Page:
8. Her treating doctors at PMH had started anticoagulant therapy before the operation, with a continuous intravenous infusion of a blood thinning drug, heparin, which was continued after the operation. On the next day, 17 July 2008, the plaintiff was started on an oral anticoagulant, warfarin, with a view to long term anticoagulation. On 18 July 2008, a routine ultrasound scan of the plaintiff’s right arm showed reduced flow in her forearm arteries, and an angiogram revealed occlusion of her forearm arteries (the radial and ulna arteries). Warfarin was then stopped and she was put back on heparin. Her treating doctor, Dr Chan Kwong Man (‘Dr Chan’), decided to manage her conservatively for a few days. He found that collateral arteries had developed around her right elbow to feed her right hand, and that she appeared to be asymptomatic with a warm hand. As her right arm had remained stable and pulse was detectable, Dr Chan decided on 21 July 2008 not to operate on her forearm and warfarin was resumed[11].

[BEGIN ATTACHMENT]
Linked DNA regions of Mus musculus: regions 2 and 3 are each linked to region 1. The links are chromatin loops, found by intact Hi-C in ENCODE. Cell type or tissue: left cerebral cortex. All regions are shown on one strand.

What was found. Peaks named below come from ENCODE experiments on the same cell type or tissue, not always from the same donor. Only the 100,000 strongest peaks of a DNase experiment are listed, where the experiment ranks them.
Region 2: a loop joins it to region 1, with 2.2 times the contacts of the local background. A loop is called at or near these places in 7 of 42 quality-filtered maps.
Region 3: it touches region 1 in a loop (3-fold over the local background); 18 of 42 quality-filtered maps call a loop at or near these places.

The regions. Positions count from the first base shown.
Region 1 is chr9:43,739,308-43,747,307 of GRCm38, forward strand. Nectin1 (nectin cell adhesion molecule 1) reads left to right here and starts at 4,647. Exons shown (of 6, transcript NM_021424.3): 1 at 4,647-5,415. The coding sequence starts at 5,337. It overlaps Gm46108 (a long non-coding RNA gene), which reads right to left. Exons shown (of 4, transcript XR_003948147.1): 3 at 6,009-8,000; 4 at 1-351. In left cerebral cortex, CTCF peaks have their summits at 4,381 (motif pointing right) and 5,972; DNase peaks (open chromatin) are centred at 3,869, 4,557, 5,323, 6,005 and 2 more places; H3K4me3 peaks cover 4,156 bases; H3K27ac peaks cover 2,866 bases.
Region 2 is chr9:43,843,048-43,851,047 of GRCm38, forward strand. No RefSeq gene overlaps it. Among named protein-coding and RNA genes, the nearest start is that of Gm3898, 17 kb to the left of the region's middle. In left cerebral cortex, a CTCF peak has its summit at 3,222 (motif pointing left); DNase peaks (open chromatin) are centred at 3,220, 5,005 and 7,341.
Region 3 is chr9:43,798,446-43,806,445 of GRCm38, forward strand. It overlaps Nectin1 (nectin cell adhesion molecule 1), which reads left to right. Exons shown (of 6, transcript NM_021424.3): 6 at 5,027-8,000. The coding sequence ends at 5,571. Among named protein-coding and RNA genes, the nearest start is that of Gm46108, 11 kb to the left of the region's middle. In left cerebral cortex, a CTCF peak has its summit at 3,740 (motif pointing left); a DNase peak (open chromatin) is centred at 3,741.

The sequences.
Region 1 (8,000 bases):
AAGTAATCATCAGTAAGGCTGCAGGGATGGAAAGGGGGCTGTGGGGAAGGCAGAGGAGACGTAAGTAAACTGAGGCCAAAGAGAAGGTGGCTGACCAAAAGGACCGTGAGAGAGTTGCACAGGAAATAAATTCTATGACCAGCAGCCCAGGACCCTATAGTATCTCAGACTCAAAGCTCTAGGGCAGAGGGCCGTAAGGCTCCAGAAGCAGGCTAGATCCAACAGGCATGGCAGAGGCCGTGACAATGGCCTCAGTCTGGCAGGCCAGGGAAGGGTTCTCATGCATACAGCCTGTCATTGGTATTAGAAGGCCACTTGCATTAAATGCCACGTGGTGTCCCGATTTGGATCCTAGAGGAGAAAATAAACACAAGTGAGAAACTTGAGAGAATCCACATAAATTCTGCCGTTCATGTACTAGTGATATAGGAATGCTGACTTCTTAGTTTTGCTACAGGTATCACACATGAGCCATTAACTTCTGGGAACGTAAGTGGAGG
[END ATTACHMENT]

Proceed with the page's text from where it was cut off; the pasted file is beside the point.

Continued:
Discovery of PFO and Long Term Warfarin Anticoagulation

9. Various tests were conducted on 21 and 22 July 2008 to investigate the cause of the thrombosis in her right arm, including 2 echocardiograms. A trans-thoracic echocardiogram (‘TTE’) was conducted on 21 July 2008, which showed rapid appearance of bubbles in the left atrium after an injection of agitated saline into a peripheral vein. A trans-esophageal echocardiogram (‘TEE’) was conducted on 22 July 2008, which showed the same result as the TTE. Based on the results of these 2 echocardiograms, a finding of patent foramen ovale (‘PFO’) was made[12]. A PFO is a hole in the heart that does not close the way it should after birth. During fetal development, a small flap-like opening (the foramen ovale) is present in the wall between the right and left upper chambers of the heart (the atria). It normally closes during infancy, but when it does not, it becomes a patent foramen ovale.